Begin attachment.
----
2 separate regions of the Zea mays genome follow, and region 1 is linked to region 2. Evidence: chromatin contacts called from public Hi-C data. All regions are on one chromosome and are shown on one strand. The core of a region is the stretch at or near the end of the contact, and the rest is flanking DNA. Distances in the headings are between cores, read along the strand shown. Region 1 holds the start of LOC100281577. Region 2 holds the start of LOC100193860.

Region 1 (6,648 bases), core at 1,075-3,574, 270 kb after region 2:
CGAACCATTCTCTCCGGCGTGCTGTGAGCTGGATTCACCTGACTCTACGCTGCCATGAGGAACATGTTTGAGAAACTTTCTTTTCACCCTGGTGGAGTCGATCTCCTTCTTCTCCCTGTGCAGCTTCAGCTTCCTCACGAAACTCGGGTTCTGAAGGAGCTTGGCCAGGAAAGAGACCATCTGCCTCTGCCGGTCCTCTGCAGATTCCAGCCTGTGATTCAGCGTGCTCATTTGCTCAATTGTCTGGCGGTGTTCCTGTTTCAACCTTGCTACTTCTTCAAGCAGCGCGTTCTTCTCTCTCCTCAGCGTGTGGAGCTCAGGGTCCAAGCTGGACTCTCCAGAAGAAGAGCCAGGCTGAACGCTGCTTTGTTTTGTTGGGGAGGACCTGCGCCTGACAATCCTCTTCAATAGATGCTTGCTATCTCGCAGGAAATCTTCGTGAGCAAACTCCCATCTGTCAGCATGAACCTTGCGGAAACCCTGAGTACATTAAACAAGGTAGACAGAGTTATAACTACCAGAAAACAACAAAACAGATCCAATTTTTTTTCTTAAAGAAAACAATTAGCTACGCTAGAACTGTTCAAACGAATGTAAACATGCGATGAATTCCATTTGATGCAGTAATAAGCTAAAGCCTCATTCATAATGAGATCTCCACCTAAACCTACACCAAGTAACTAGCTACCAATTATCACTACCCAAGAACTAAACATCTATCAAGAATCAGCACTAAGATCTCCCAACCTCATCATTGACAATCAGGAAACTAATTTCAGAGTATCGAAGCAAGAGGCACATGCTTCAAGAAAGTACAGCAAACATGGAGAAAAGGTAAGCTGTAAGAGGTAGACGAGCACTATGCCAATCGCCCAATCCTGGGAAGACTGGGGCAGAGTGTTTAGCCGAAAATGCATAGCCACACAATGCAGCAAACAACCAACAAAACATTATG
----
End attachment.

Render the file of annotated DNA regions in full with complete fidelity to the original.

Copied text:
2 separate regions of the Zea mays genome follow, and region 1 is linked to region 2. Evidence: chromatin contacts called from public Hi-C data. All regions are on one chromosome and are shown on one strand. The core of a region is the stretch at or near the end of the contact, and the rest is flanking DNA. Distances in the headings are between cores, read along the strand shown. Region 1 holds the start of LOC100281577. Region 2 holds the start of LOC100193860.

Region 1 (6,648 bases), core at 1,075-3,574, 270 kb after region 2:
CGAACCATTCTCTCCGGCGTGCTGTGAGCTGGATTCACCTGACTCTACGCTGCCATGAGGAACATGTTTGAGAAACTTTCTTTTCACCCTGGTGGAGTCGATCTCCTTCTTCTCCCTGTGCAGCTTCAGCTTCCTCACGAAACTCGGGTTCTGAAGGAGCTTGGCCAGGAAAGAGACCATCTGCCTCTGCCGGTCCTCTGCAGATTCCAGCCTGTGATTCAGCGTGCTCATTTGCTCAATTGTCTGGCGGTGTTCCTGTTTCAACCTTGCTACTTCTTCAAGCAGCGCGTTCTTCTCTCTCCTCAGCGTGTGGAGCTCAGGGTCCAAGCTGGACTCTCCAGAAGAAGAGCCAGGCTGAACGCTGCTTTGTTTTGTTGGGGAGGACCTGCGCCTGACAATCCTCTTCAATAGATGCTTGCTATCTCGCAGGAAATCTTCGTGAGCAAACTCCCATCTGTCAGCATGAACCTTGCGGAAACCCTGAGTACATTAAACAAGGTAGACAGAGTTATAACTACCAGAAAACAACAAAACAGATCCAATTTTTTTTCTTAAAGAAAACAATTAGCTACGCTAGAACTGTTCAAACGAATGTAAACATGCGATGAATTCCATTTGATGCAGTAATAAGCTAAAGCCTCATTCATAATGAGATCTCCACCTAAACCTACACCAAGTAACTAGCTACCAATTATCACTACCCAAGAACTAAACATCTATCAAGAATCAGCACTAAGATCTCCCAACCTCATCATTGACAATCAGGAAACTAATTTCAGAGTATCGAAGCAAGAGGCACATGCTTCAAGAAAGTACAGCAAACATGGAGAAAAGGTAAGCTGTAAGAGGTAGACGAGCACTATGCCAATCGCCCAATCCTGGGAAGACTGGGGCAGAGTGTTTAGCCGAAAATGCATAGCCACACAATGCAGCAAACAACCAACAAAACATTATG